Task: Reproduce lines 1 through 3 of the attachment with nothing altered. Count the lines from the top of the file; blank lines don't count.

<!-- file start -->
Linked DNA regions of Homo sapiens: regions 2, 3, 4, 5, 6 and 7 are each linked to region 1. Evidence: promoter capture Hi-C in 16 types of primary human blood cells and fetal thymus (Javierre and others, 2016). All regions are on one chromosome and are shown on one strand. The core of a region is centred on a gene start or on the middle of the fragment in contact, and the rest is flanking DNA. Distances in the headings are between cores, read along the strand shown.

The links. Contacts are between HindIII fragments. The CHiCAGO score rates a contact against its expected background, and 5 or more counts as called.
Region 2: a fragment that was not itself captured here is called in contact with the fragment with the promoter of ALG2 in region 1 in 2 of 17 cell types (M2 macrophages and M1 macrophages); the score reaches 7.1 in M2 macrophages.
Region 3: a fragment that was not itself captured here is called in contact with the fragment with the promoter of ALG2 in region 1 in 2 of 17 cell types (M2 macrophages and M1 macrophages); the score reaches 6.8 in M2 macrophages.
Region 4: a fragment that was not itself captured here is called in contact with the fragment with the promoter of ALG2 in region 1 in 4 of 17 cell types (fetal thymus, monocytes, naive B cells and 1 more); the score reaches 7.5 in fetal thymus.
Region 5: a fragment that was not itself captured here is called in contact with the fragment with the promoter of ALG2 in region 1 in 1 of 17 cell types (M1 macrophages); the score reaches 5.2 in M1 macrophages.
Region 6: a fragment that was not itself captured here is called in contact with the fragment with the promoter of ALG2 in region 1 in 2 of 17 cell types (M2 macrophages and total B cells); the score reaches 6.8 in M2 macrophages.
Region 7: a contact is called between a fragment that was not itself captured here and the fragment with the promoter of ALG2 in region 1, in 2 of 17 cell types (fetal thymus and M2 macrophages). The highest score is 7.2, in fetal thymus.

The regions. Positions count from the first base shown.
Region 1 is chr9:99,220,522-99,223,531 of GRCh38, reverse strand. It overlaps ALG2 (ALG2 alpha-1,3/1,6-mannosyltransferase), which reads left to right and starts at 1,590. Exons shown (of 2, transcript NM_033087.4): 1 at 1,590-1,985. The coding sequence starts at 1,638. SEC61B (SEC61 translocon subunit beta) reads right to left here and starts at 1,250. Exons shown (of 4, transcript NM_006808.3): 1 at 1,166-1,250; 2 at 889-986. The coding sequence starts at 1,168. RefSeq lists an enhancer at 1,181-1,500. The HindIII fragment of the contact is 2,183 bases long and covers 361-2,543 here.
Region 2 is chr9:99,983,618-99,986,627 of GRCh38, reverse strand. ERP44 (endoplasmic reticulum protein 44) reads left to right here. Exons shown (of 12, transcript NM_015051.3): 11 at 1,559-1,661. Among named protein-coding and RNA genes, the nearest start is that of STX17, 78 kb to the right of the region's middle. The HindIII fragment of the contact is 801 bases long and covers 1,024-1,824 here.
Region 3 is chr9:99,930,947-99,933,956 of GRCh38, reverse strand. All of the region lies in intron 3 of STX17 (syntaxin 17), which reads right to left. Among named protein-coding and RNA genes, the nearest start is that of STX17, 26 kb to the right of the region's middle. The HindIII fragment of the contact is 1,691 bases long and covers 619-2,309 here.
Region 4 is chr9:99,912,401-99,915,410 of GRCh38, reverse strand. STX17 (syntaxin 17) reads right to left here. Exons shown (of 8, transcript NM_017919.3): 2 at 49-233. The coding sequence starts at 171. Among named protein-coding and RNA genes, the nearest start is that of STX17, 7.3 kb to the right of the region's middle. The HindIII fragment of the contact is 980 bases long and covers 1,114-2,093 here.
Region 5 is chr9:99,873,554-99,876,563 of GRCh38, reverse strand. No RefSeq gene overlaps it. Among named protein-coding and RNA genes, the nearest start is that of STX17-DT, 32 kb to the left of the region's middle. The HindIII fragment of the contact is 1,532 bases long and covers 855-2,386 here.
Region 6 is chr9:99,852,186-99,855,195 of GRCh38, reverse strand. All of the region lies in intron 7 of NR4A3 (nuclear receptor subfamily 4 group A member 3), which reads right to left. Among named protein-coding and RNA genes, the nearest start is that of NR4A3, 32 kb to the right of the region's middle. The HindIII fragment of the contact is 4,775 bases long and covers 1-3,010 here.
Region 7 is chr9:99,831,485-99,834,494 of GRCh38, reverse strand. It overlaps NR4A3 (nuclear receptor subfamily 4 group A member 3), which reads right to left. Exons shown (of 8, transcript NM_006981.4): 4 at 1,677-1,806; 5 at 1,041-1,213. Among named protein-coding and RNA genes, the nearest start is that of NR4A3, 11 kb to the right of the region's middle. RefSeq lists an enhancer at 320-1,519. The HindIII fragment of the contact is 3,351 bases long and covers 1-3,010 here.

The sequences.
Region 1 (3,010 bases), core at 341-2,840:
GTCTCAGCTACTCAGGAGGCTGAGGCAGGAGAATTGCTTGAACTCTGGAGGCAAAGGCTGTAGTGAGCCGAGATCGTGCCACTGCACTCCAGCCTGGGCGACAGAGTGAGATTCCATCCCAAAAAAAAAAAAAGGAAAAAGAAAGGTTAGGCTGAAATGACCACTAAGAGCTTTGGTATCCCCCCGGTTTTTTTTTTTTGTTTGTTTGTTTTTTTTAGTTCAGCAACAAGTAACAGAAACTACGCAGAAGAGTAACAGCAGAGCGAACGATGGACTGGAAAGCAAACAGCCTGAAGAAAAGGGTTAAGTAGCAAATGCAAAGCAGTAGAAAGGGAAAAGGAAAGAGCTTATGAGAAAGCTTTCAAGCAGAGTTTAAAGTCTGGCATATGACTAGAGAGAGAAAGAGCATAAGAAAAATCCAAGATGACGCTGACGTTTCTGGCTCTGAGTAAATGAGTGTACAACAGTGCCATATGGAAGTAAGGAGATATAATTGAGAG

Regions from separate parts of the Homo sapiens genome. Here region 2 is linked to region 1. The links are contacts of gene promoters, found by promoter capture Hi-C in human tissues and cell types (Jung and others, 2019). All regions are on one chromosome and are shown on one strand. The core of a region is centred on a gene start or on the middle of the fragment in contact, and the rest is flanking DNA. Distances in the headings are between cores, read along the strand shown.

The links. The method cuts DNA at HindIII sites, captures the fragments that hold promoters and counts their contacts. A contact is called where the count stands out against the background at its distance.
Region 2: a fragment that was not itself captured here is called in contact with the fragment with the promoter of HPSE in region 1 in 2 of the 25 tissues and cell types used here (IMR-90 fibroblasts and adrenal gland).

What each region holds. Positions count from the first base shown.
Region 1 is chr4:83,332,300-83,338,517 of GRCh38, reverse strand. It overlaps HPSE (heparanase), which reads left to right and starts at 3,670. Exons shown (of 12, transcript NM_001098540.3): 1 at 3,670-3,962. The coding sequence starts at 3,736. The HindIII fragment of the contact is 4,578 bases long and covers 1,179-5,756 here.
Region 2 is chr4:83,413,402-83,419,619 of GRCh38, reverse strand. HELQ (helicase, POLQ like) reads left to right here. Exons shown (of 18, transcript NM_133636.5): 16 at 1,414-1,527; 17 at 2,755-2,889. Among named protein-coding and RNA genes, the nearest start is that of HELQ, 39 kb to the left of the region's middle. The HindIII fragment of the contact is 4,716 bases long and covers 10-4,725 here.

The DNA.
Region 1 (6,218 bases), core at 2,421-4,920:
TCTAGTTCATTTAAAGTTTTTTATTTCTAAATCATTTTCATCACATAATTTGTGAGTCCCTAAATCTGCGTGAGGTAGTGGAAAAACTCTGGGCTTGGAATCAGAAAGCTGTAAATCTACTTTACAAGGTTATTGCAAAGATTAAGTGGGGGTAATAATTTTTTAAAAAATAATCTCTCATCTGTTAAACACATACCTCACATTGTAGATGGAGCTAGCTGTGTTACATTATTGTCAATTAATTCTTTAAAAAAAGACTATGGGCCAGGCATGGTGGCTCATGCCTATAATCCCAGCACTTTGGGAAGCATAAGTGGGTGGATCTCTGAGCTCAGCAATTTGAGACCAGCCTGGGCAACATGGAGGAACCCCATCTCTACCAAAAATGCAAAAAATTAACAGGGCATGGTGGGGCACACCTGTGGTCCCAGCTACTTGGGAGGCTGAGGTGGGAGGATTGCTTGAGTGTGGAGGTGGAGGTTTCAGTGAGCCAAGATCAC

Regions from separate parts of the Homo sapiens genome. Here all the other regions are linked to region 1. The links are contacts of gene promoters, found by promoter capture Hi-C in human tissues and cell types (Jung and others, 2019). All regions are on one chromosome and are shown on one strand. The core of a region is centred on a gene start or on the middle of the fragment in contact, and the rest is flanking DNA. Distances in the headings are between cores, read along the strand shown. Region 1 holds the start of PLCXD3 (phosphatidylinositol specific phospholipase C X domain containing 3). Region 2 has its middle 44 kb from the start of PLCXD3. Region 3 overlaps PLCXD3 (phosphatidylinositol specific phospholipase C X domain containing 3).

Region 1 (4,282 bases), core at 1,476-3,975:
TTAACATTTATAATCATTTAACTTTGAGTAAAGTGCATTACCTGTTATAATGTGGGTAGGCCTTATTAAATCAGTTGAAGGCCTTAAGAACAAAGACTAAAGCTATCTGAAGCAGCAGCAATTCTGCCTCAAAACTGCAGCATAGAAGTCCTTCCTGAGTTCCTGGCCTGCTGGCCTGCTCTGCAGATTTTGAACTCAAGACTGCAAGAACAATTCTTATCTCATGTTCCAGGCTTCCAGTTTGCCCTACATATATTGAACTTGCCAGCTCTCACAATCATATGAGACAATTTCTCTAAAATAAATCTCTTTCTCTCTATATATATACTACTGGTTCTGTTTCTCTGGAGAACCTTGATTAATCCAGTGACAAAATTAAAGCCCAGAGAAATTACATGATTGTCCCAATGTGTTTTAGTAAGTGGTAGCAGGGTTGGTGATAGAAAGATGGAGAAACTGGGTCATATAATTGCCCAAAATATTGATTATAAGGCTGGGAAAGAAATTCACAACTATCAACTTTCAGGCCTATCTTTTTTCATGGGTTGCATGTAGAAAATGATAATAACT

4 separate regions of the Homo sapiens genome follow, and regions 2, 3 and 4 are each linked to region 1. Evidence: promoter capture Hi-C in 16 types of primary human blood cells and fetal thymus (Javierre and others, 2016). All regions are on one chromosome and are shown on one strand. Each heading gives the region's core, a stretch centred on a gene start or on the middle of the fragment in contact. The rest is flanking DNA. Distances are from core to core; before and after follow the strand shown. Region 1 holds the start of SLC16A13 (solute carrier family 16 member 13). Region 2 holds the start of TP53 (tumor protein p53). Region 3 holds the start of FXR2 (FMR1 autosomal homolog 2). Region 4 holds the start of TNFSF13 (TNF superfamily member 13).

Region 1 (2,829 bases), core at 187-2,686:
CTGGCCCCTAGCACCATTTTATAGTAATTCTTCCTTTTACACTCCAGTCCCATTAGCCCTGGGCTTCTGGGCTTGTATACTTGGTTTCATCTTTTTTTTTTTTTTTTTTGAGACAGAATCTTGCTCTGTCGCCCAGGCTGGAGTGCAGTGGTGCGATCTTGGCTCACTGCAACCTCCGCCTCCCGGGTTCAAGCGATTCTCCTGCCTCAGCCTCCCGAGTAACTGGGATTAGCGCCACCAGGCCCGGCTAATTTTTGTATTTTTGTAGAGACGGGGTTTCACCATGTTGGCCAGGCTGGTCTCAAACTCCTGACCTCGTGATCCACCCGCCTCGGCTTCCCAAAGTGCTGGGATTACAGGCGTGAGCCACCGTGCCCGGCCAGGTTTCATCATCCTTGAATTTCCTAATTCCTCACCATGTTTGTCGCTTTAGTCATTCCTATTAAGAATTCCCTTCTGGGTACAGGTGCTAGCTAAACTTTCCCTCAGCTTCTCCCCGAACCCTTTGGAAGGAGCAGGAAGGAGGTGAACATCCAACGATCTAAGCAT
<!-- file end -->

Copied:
Linked DNA regions of Homo sapiens: regions 2, 3, 4, 5, 6 and 7 are each linked to region 1. Evidence: promoter capture Hi-C in 16 types of primary human blood cells and fetal thymus (Javierre and others, 2016). All regions are on one chromosome and are shown on one strand. The core of a region is centred on a gene start or on the middle of the fragment in contact, and the rest is flanking DNA. Distances in the headings are between cores, read along the strand shown.

The links. Contacts are between HindIII fragments. The CHiCAGO score rates a contact against its expected background, and 5 or more counts as called.
Region 2: a fragment that was not itself captured here is called in contact with the fragment with the promoter of ALG2 in region 1 in 2 of 17 cell types (M2 macrophages and M1 macrophages); the score reaches 7.1 in M2 macrophages.